An asynchronous memcache client for Java
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Folsom is an attempt at a small and stable memcache client. Folsom is fully asynchronous, based on Netty and uses Java 8's CompletionStage through-out the API.

Build status

Travis Coverage Status

Maven central

Maven Central

Build dependencies

  • Java 8 or higher
  • Maven

Runtime dependencies

  • Netty 4
  • Yammer metrics
  • Google Guava


Folsom is meant to be used as a library embedded in other software.

To import it with maven, use this:


We are using semantic versioning

The main entry point to the folsom API is the MemcacheClientBuilder class. It has chainable setter methods to configure various aspects of the client. The methods connectBinary() and connectAscii() constructs MemcacheClient instances utilising the binary protocol and ascii protocol respectively. For details on their differences see Protocol below.

All calls to the folsom API that interacts with a memcache server is asynchronous and the result is typically accessible from CompletionStage instances. An exception to this rule are the methods that connects clients to their remote endpoints, MemcacheClientBuilder.connectBinary() and MemcacheClientBuilder.connectAscii() which will return a MemcacheClient immediately while asynchronously attempting to connect to the configured remote endpoint(s).

As code using the folsom API should be written so that it handles failing intermittently with MemcacheClosedException anyway, waiting for the initial connect to complete is not something folsom concerns itself with. For single server connections, ConnectFuture provides functionality to wait for the initial connection to succeed, as can be seen in the example below.

final MemcacheClient<String> client = MemcacheClientBuilder.newStringClient()
// make we wait until the client has connected to the server

client.set("key", "value", 10000).toCompletableFuture().get();


Clients are single use, after shutdown has been invoked the client can no longer be used.

Java 7 usage

If you are still on Java 7, you can depend on the older version:


Design goals

  • Robustness - If you request something, the future you get back should always complete at some point.
  • Error detection - If something goes wrong (the memcache server is behaving incorrectly or some internal bug occurs), we try to detect it and drop the connection to prevent further problems.
  • Simplicity - The code base is intended to be small and well abstracted. We prefer simple solutions that solve the major usecases and avoid implementing optimizations that would give small returns.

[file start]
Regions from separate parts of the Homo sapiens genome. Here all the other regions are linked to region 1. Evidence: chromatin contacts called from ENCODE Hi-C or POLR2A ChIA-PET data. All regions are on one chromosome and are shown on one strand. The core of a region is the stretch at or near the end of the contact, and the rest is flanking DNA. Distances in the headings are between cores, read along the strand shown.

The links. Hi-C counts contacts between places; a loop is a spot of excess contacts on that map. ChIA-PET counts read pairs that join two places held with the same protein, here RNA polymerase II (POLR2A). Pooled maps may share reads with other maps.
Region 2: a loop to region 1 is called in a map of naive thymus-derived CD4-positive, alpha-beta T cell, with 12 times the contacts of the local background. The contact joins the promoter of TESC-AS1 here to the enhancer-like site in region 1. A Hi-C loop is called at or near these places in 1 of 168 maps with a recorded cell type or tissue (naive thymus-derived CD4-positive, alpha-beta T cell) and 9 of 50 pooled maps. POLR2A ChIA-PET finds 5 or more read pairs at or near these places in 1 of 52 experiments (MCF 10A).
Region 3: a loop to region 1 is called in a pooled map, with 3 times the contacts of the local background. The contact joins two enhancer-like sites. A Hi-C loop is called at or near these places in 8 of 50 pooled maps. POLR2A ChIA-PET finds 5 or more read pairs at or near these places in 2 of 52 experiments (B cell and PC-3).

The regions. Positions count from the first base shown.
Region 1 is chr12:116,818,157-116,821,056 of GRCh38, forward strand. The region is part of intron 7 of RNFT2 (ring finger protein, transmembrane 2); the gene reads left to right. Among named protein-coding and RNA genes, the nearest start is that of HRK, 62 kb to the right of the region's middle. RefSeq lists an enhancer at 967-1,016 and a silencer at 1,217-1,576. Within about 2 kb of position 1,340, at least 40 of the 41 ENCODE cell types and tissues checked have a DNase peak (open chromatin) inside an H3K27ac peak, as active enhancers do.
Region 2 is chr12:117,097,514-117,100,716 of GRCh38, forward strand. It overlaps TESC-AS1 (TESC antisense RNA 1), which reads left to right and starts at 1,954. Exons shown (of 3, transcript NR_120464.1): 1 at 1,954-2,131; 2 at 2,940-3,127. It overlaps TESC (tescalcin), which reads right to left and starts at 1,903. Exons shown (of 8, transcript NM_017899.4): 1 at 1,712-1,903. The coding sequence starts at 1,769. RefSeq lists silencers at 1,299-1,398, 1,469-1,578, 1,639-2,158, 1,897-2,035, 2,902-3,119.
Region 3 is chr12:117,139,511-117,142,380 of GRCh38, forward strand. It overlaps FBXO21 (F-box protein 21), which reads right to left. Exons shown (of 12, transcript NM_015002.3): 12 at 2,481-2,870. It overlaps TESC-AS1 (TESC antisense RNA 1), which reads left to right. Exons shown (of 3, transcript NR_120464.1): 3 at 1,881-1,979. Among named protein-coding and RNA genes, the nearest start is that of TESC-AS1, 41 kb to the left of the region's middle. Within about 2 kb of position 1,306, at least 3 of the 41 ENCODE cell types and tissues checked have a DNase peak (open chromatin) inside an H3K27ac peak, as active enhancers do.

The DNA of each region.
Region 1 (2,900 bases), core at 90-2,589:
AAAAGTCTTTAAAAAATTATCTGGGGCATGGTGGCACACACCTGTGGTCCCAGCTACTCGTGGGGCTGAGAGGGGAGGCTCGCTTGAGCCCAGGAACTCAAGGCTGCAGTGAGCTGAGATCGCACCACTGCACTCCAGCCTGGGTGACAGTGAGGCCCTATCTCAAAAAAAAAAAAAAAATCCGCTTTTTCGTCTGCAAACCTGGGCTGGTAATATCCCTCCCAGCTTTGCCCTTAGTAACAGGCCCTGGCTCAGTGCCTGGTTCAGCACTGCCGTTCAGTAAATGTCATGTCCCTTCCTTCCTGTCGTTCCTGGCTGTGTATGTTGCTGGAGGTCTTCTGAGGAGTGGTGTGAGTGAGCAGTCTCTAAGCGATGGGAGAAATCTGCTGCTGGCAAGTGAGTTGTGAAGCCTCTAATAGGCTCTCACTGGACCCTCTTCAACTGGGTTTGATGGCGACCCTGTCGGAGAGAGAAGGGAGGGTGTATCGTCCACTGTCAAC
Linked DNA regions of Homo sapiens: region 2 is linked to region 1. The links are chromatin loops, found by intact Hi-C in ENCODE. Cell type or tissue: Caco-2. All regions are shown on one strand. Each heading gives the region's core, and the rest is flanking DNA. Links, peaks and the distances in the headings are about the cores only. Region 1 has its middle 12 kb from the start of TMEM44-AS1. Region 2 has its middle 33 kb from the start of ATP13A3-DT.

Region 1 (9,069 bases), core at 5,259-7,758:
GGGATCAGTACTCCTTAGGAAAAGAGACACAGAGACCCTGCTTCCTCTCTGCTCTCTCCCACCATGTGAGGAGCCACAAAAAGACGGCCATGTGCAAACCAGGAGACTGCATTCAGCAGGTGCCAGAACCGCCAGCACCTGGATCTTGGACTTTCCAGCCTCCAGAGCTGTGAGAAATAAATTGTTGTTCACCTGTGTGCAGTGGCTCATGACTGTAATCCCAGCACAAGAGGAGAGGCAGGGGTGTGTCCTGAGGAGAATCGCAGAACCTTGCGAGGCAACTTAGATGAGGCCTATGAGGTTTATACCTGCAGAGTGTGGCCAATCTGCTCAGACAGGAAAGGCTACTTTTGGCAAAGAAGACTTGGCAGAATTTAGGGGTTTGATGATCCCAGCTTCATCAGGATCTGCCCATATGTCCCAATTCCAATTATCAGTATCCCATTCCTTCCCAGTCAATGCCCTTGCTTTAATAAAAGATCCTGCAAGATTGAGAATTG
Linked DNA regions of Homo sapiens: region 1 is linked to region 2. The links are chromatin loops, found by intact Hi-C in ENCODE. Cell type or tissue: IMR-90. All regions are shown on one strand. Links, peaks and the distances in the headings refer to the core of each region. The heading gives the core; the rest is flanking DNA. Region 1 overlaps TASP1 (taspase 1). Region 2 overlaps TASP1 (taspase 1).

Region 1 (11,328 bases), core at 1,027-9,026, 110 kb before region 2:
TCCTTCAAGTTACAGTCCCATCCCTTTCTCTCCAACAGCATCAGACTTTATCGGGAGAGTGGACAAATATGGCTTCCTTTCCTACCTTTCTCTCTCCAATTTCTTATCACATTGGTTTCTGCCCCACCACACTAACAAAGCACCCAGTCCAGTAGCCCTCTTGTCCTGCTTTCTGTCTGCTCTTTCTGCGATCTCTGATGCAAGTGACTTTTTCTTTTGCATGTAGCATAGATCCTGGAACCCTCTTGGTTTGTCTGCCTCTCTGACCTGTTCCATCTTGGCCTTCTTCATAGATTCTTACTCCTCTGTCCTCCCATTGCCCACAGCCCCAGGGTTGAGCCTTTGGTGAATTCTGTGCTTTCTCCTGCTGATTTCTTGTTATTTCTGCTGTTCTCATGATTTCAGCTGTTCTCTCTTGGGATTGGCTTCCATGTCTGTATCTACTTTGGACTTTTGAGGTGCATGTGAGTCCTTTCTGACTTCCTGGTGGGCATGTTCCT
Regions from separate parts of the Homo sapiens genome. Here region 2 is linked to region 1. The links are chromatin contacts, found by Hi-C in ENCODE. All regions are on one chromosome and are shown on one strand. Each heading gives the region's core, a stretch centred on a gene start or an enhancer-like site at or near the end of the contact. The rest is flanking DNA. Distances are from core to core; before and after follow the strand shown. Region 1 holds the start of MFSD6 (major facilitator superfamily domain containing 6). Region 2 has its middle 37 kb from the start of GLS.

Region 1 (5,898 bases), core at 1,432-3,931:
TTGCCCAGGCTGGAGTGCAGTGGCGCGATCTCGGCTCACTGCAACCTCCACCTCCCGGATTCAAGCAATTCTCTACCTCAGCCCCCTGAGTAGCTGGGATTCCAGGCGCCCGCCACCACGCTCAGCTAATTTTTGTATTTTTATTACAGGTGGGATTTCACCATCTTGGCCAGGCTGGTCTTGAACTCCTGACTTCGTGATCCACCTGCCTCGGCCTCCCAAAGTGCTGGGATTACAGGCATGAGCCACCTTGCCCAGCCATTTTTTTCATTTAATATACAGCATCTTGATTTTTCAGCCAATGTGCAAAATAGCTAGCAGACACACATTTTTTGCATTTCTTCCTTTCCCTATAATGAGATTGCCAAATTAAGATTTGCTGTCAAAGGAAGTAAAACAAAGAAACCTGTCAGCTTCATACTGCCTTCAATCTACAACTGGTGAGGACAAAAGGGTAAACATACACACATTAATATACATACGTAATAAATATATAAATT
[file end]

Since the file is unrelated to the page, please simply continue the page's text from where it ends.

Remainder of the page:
• Fail-fast - If something happens (the memcached service is slow or gets disconnected) we try to fail as fast as possible. How to handle the error is up to you, and you probably want to know about the error as soon as possible.
  • Modularity - The complex client code is isolated in a single class, and all the extra functionality are in composable modules: (ketama, reconnecting, retry, roundrobin)
  • Efficiency - We want to support a high traffic throughput without using too much CPU or memory resources.
  • Asynchronous - We fully support the idea of writing asynchronous code instead of blocking threads, and this is achieved through Java 8 futures.
  • Low amount of synchronization - Code that uses a lot of synchronization primitives is more likely to have race condition bugs and deadlocks. We try to isolate that as much as possible to minimize the risk, and most of the code base doesn't have to care.


Folsom implements both the binary protocol and ascii protocol. They share a common interface but also extend it with their own specializations.

Which protocol to use depends on your use case. With a regular memcached backend, the ascii protocol is much more efficient. The binary protocol is a bit chattier but also makes error detection easier.

interface MemcacheClient<T> {}
interface AsciiMemcacheClient<T> extends MemcacheClient<T> {}
interface BinaryMemcacheClient<T> extends MemcacheClient<T> {}


See changelog.



Folsom support Ketama for sharing across a set of memcache servers. Note that the caching algorithm (currently) doesn't attempt to provide compatibility with other memcache clients, and thus when switching client implementation you will get a period of low cache hit ratio.

Yammer metrics

You can optionally choose to track performance using yammer metrics.


mvn package

Code of conduct

This project adheres to the Open Code of Conduct. By participating, you are expected to honor this code.


Folsom was initially built at Spotify by Kristofer Karlsson, Niklas Gustavsson and Daniel Norberg. Many thanks also go out to Noa Resare.